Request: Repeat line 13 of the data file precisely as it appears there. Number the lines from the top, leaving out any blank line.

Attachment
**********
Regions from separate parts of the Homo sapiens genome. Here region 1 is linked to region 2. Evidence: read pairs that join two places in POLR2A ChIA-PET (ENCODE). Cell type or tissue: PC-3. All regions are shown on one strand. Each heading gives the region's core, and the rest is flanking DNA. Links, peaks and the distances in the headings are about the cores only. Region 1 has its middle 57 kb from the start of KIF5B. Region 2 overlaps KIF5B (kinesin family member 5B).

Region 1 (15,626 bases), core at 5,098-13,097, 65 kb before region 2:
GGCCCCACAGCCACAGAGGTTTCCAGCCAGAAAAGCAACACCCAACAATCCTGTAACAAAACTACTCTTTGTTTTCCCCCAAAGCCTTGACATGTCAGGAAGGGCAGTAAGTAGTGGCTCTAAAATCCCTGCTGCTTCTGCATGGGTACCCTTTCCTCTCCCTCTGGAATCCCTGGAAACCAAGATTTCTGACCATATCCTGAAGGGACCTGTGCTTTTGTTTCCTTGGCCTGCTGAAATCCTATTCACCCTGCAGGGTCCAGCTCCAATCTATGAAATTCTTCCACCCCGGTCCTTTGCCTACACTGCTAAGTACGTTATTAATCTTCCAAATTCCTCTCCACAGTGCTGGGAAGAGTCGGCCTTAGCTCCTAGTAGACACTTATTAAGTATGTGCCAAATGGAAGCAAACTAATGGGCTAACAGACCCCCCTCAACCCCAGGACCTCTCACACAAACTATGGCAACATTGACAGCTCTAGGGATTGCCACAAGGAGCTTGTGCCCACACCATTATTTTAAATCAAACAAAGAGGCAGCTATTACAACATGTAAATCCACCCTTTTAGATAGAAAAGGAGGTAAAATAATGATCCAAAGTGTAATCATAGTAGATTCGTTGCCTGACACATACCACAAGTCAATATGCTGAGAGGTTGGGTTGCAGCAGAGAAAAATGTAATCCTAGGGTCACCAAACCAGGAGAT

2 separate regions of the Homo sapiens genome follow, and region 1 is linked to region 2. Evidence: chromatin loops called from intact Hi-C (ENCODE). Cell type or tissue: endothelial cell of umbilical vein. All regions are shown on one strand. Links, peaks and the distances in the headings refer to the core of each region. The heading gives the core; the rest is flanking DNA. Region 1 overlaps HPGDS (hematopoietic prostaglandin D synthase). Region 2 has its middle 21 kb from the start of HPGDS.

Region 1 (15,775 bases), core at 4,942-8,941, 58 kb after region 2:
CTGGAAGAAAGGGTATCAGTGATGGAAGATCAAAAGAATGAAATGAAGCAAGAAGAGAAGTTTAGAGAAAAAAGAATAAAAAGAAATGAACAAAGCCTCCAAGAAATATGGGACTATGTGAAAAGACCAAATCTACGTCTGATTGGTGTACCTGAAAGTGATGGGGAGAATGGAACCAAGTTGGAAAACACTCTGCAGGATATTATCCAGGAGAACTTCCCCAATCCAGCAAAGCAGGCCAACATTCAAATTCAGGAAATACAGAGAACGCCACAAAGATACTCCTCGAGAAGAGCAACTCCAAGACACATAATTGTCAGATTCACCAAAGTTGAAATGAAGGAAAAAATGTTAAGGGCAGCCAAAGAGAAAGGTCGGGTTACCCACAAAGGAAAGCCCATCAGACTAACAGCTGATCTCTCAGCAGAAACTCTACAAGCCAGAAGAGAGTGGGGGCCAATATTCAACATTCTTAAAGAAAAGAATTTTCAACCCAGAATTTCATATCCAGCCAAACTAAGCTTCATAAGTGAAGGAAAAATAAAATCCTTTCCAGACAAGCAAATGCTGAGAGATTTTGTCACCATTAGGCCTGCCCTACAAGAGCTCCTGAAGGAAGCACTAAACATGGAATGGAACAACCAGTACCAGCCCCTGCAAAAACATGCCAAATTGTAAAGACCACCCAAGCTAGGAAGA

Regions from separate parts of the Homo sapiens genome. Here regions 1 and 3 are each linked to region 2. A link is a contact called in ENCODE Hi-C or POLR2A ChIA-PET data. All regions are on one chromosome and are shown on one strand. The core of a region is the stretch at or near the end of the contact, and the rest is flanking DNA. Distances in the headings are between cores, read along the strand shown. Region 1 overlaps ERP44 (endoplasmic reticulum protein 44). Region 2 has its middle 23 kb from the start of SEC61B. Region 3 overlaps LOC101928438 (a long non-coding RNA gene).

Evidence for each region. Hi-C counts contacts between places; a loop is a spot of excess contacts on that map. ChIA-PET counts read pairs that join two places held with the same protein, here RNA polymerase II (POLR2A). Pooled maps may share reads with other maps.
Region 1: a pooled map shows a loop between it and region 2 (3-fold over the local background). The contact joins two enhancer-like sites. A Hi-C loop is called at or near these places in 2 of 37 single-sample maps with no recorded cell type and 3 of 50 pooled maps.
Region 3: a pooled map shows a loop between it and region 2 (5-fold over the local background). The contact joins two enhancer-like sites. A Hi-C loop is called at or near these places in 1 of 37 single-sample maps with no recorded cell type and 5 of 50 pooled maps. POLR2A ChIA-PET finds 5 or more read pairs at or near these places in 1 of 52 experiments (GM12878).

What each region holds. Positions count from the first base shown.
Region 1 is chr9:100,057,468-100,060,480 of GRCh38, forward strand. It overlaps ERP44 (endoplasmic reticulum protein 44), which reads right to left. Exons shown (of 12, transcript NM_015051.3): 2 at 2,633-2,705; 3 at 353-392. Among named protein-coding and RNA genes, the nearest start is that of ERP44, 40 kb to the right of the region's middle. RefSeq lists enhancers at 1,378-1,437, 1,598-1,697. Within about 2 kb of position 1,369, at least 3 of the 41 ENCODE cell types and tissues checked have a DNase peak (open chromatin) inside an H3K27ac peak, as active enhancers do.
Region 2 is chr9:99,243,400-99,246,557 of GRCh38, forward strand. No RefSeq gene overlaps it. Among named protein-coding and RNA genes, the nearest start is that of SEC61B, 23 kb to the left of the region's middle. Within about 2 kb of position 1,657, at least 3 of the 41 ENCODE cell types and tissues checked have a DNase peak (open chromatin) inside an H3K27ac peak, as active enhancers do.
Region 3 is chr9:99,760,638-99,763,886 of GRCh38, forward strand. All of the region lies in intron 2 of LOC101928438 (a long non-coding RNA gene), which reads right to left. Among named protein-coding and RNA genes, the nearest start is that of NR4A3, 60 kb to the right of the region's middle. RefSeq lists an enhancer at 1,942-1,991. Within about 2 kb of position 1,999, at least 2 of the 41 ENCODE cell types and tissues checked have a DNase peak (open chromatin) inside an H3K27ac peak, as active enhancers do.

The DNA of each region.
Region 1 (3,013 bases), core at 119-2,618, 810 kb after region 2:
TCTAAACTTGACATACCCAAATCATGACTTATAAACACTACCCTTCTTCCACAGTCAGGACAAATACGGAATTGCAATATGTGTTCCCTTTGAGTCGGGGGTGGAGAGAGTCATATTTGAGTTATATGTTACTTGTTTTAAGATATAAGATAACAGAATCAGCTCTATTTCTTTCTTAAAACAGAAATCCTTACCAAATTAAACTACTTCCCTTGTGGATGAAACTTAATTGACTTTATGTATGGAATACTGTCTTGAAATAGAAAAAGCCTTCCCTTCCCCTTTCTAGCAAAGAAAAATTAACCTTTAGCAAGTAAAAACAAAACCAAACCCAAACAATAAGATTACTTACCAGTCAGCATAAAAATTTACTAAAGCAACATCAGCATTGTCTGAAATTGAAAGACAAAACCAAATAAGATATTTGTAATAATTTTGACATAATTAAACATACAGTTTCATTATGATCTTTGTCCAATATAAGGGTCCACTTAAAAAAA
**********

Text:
Region 2 is chr9:99,243,400-99,246,557 of GRCh38, forward strand. No RefSeq gene overlaps it. Among named protein-coding and RNA genes, the nearest start is that of SEC61B, 23 kb to the left of the region's middle. Within about 2 kb of position 1,657, at least 3 of the 41 ENCODE cell types and tissues checked have a DNase peak (open chromatin) inside an H3K27ac peak, as active enhancers do.